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“A Doll’s House, Part 2” now playing at Asolo Repertory Theatre started simply with an unopened door signifying the threshold where we last saw housewife Nora Helmer in the classic Ibsen original. As the lights came up the infamous doorway itself was met with thundering applause from an audience that has clearly been hungering to learn what became of Nora, who, in 1879, defied convention by departing through that door leaving behind her husband and children.
Lucas Hnath has cleverly written a companion piece to “A Doll’s House” that imagines Nora as a revolutionary feminist author encouraging women to throw off the shackles of marriage to achieve equity and freedom. In a tour-de-force performance, among the finest ever on the Asolo stage, Kate Hampton brought insurgent energy and fire to her role as Nora. The exposition about the fifteen years since Nora’s departure from the Helmer home is neatly explained through a crackling dialogue with Anne-Marie, the nanny who raised Nora and her children, played to perfection by the beloved matriarch of the Asolo stage Peggy Roeder. Roeder has a Streepian quality of morphing into a mind-numbing number of wide ranging roles.
Anne-Marie is both thrilled to see her charge acquitted so nicely since her departure and also devastated that she seems not to have needed any of them at all. Anne-Marie proclaims she is “pissed” that Nora seeks only divorce papers with no regard for the damage she has caused the family nor any regret for the disappointment the nanny feels that the visit was not a long-awaited happy reunion after all.
Things really get moving when Hampton’s real-life husband Asolo Associate Artist David Breitbarth as Torvald Helmer thrusts open the door to find his wife whom he no longer recognizes. After a lengthy retreat to the bathroom, the favorite escape room of a modern husband, Nora finds the right words to explain why she needs Torvald to file for divorce. He refuses, much to her surprise and consternation.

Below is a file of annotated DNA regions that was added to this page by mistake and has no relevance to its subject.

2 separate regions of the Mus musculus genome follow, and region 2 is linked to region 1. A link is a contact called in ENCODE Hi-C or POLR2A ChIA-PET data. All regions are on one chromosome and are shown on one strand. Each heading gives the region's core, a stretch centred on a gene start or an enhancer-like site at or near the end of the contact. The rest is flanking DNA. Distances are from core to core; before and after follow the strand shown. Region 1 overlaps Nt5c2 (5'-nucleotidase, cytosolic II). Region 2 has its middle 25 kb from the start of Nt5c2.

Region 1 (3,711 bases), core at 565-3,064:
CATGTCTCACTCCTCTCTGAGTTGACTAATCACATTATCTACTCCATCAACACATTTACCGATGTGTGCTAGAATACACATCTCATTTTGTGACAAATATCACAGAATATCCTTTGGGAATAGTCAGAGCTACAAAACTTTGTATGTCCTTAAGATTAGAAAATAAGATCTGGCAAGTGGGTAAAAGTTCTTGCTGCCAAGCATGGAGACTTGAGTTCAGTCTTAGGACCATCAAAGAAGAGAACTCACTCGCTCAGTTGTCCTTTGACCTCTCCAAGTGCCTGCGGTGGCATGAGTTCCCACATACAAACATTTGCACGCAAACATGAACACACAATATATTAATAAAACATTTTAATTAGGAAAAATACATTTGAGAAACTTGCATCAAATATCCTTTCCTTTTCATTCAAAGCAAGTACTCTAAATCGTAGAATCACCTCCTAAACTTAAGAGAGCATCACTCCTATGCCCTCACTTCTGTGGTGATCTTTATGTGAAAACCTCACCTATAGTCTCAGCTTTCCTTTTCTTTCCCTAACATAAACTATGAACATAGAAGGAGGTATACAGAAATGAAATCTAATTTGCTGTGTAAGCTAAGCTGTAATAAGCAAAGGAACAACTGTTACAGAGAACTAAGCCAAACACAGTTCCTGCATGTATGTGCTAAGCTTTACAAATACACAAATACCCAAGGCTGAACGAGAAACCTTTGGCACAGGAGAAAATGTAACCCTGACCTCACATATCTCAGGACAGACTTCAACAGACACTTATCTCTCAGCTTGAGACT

This 90-minute excursion through the role of marriage in modern society is positively brilliant. We even get to experience a mother-daughter duel on whether one can find fulfillment tethered to another that sounds like an exploration of the first and second waves of feminism. Must women be free of men entirely to stake their claim in the world or is equity achieved only staying and building a life with the opposite sex through compromise? Olivia Osol gives a breezy yet complex performance, as Nora’s daughter Emmy; and this self-proclaimed old soul holds her own with her incredibly persuasive mother.
Peter Amster, Asolo Associate Artist and director of this masterpiece, sat next to me during the performance, grinning, laughing, and in the end, thrilled with the audience’s triumphant response to the production. As I was sorting through my favorite Asolo plays in my head, “You Can’t Take it With You,” “Born Yesterday” and now, in the #1 slot, “A Doll’s House, Part 2” I found out in the program that they were each directed by Amster, along with my favorite musical “1776.” What a marvelous coup that both he and his partner, the great Tony-winning director Frank Galati, who frequently directs productions at the Asolo, have settled in Sarasota!
This month, as women take center stage in the House of Representatives, it is an apt time to pay tribute to the women who brought the revolution into their homes - many of whom were surely inspired by the great Nora Helmer. Nora's most memorable line in the original - "something glorious is going to happen" has truly come to pass in this splendid sequel.